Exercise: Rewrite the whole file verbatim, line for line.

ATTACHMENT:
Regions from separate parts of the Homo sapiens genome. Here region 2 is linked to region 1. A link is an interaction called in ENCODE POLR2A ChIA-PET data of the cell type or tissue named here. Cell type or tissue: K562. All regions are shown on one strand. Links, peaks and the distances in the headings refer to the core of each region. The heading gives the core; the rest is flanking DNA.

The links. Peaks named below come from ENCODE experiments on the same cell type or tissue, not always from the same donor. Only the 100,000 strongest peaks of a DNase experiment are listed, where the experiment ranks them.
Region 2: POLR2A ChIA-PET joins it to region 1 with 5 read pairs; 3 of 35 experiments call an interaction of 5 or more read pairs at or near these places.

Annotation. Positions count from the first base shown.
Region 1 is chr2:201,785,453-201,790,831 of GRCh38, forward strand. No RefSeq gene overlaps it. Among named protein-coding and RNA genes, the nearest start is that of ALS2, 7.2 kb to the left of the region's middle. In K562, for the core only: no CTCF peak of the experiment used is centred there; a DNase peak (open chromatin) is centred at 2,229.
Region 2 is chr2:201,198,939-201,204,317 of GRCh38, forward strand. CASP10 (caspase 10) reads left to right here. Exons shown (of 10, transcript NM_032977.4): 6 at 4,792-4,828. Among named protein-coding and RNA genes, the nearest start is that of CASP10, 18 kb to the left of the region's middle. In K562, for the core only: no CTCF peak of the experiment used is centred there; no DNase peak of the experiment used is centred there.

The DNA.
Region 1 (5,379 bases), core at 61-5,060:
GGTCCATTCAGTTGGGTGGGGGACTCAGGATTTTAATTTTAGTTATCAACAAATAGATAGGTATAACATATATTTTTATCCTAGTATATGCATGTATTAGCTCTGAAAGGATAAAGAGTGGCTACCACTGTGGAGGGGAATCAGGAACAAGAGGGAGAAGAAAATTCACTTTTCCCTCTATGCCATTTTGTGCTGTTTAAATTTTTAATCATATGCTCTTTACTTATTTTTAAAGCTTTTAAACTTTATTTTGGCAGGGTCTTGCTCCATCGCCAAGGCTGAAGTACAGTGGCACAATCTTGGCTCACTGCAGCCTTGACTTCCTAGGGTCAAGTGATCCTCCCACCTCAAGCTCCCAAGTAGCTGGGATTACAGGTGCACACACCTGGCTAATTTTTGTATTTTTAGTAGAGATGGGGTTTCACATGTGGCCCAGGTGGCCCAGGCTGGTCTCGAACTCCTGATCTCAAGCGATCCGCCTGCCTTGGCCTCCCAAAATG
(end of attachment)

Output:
Regions from separate parts of the Homo sapiens genome. Here region 2 is linked to region 1. A link is an interaction called in ENCODE POLR2A ChIA-PET data of the cell type or tissue named here. Cell type or tissue: K562. All regions are shown on one strand. Links, peaks and the distances in the headings refer to the core of each region. The heading gives the core; the rest is flanking DNA.

The links. Peaks named below come from ENCODE experiments on the same cell type or tissue, not always from the same donor. Only the 100,000 strongest peaks of a DNase experiment are listed, where the experiment ranks them.
Region 2: POLR2A ChIA-PET joins it to region 1 with 5 read pairs; 3 of 35 experiments call an interaction of 5 or more read pairs at or near these places.

Annotation. Positions count from the first base shown.
Region 1 is chr2:201,785,453-201,790,831 of GRCh38, forward strand. No RefSeq gene overlaps it. Among named protein-coding and RNA genes, the nearest start is that of ALS2, 7.2 kb to the left of the region's middle. In K562, for the core only: no CTCF peak of the experiment used is centred there; a DNase peak (open chromatin) is centred at 2,229.
Region 2 is chr2:201,198,939-201,204,317 of GRCh38, forward strand. CASP10 (caspase 10) reads left to right here. Exons shown (of 10, transcript NM_032977.4): 6 at 4,792-4,828. Among named protein-coding and RNA genes, the nearest start is that of CASP10, 18 kb to the left of the region's middle. In K562, for the core only: no CTCF peak of the experiment used is centred there; no DNase peak of the experiment used is centred there.

The DNA.
Region 1 (5,379 bases), core at 61-5,060:
GGTCCATTCAGTTGGGTGGGGGACTCAGGATTTTAATTTTAGTTATCAACAAATAGATAGGTATAACATATATTTTTATCCTAGTATATGCATGTATTAGCTCTGAAAGGATAAAGAGTGGCTACCACTGTGGAGGGGAATCAGGAACAAGAGGGAGAAGAAAATTCACTTTTCCCTCTATGCCATTTTGTGCTGTTTAAATTTTTAATCATATGCTCTTTACTTATTTTTAAAGCTTTTAAACTTTATTTTGGCAGGGTCTTGCTCCATCGCCAAGGCTGAAGTACAGTGGCACAATCTTGGCTCACTGCAGCCTTGACTTCCTAGGGTCAAGTGATCCTCCCACCTCAAGCTCCCAAGTAGCTGGGATTACAGGTGCACACACCTGGCTAATTTTTGTATTTTTAGTAGAGATGGGGTTTCACATGTGGCCCAGGTGGCCCAGGCTGGTCTCGAACTCCTGATCTCAAGCGATCCGCCTGCCTTGGCCTCCCAAAATG